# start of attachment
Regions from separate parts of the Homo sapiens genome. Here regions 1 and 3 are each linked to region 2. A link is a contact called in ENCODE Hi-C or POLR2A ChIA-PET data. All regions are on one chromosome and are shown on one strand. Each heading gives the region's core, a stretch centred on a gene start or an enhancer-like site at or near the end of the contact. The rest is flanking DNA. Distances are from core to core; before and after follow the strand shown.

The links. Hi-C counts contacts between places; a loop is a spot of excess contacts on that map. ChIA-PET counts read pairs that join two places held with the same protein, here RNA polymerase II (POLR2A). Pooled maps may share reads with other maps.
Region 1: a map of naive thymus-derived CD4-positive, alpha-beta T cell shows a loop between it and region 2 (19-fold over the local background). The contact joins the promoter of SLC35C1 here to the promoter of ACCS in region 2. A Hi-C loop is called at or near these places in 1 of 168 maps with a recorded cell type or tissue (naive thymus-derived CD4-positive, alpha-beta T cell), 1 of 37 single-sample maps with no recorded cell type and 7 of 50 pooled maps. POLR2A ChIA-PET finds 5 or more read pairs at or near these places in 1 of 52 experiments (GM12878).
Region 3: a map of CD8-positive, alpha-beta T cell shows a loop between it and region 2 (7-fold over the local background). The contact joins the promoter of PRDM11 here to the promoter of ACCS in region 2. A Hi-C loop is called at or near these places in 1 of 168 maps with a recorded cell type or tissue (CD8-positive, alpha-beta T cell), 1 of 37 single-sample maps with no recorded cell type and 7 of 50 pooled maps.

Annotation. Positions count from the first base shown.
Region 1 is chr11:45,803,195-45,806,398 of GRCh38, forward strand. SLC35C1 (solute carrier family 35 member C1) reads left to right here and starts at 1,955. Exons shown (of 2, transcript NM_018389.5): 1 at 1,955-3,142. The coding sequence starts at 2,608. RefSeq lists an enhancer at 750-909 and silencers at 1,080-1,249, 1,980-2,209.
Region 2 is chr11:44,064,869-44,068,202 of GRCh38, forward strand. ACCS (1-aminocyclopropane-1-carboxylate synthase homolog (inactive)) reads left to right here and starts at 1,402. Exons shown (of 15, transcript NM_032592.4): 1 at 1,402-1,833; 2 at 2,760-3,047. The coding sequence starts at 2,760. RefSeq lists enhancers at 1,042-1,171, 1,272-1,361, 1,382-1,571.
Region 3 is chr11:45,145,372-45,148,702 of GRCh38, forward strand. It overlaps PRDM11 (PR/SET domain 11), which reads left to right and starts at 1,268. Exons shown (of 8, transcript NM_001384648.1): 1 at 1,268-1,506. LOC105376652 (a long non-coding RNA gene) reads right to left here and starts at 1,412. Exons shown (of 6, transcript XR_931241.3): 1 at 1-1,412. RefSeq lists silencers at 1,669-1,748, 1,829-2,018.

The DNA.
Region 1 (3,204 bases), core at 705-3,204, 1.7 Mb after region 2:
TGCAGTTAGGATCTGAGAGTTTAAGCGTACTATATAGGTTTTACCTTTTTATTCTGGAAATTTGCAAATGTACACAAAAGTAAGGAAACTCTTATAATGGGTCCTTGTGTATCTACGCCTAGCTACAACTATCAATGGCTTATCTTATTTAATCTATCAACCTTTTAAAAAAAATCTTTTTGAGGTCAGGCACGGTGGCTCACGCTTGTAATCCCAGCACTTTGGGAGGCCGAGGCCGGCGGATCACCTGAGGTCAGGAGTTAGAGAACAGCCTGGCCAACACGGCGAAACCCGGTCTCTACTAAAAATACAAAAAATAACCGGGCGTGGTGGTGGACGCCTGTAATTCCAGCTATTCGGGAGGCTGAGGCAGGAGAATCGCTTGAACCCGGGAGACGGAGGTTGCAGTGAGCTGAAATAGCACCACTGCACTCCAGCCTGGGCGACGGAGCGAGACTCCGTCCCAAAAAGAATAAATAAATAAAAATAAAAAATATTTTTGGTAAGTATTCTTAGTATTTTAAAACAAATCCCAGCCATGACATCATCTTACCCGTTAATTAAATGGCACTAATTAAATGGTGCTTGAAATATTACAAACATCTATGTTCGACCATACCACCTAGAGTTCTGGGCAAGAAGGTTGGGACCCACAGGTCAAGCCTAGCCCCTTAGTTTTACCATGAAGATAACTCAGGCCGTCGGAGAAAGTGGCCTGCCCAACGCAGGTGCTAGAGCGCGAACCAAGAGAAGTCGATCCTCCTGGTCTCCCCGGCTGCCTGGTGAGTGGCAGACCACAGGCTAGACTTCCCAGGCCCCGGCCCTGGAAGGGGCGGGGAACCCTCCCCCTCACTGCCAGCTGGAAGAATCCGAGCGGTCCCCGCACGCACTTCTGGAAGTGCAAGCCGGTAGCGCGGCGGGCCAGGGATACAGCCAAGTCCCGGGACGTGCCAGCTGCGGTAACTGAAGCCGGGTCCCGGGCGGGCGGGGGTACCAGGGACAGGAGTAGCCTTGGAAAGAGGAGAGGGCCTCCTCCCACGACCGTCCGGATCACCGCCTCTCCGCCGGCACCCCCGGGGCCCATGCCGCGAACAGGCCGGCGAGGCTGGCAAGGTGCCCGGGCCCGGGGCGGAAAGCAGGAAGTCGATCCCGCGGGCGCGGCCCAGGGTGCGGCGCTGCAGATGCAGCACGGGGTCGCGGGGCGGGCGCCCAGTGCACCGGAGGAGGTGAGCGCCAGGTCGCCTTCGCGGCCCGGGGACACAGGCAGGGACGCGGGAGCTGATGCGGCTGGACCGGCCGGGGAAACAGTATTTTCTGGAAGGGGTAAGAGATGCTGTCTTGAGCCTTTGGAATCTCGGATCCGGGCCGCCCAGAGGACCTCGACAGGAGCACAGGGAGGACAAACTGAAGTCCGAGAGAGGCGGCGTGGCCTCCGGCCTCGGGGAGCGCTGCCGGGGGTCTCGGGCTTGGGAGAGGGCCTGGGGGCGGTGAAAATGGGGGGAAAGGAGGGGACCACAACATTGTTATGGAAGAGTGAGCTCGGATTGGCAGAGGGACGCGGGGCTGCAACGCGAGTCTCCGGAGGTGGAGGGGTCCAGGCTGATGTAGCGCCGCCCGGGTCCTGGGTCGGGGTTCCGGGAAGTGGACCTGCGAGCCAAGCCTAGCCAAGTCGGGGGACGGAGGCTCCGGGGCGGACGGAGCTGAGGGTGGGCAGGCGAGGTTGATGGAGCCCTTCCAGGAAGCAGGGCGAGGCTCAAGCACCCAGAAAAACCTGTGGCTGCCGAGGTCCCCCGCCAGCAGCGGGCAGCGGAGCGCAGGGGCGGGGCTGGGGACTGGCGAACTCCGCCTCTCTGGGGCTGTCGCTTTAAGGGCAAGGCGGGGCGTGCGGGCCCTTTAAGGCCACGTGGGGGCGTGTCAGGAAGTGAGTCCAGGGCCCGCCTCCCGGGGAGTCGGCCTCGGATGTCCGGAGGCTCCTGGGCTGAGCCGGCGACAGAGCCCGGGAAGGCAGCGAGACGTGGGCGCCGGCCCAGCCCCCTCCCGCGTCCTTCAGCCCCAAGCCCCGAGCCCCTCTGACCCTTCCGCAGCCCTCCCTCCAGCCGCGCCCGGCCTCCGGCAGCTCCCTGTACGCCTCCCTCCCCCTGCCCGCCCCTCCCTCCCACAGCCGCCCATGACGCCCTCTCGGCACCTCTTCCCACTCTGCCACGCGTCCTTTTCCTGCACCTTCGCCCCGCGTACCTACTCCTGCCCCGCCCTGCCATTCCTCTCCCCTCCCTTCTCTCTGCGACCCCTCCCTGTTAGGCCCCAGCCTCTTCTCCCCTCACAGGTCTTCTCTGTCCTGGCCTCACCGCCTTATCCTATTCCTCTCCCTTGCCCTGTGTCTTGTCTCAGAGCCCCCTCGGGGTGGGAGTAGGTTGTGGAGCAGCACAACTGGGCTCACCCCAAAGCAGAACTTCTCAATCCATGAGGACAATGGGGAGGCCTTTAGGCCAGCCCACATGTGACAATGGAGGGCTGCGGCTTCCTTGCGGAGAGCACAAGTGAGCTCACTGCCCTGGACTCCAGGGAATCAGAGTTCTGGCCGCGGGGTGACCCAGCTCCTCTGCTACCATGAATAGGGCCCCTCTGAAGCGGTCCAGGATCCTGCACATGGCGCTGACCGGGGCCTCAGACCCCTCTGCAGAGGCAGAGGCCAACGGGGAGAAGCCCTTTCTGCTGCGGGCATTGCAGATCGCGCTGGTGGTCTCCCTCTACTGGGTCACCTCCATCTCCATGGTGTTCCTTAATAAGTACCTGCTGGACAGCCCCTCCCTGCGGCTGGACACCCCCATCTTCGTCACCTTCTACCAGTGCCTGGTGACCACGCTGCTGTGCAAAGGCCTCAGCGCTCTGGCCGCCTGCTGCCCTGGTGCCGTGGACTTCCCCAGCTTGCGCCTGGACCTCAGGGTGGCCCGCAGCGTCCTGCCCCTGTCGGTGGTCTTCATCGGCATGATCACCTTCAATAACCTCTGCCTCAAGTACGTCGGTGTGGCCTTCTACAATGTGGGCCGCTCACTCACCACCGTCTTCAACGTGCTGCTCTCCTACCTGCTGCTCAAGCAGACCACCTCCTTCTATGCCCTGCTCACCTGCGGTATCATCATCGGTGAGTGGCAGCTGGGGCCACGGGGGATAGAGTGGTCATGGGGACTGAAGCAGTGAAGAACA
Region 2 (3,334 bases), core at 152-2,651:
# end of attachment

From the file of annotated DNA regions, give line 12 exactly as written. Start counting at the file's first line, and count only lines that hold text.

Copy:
Region 2 (3,334 bases), core at 152-2,651: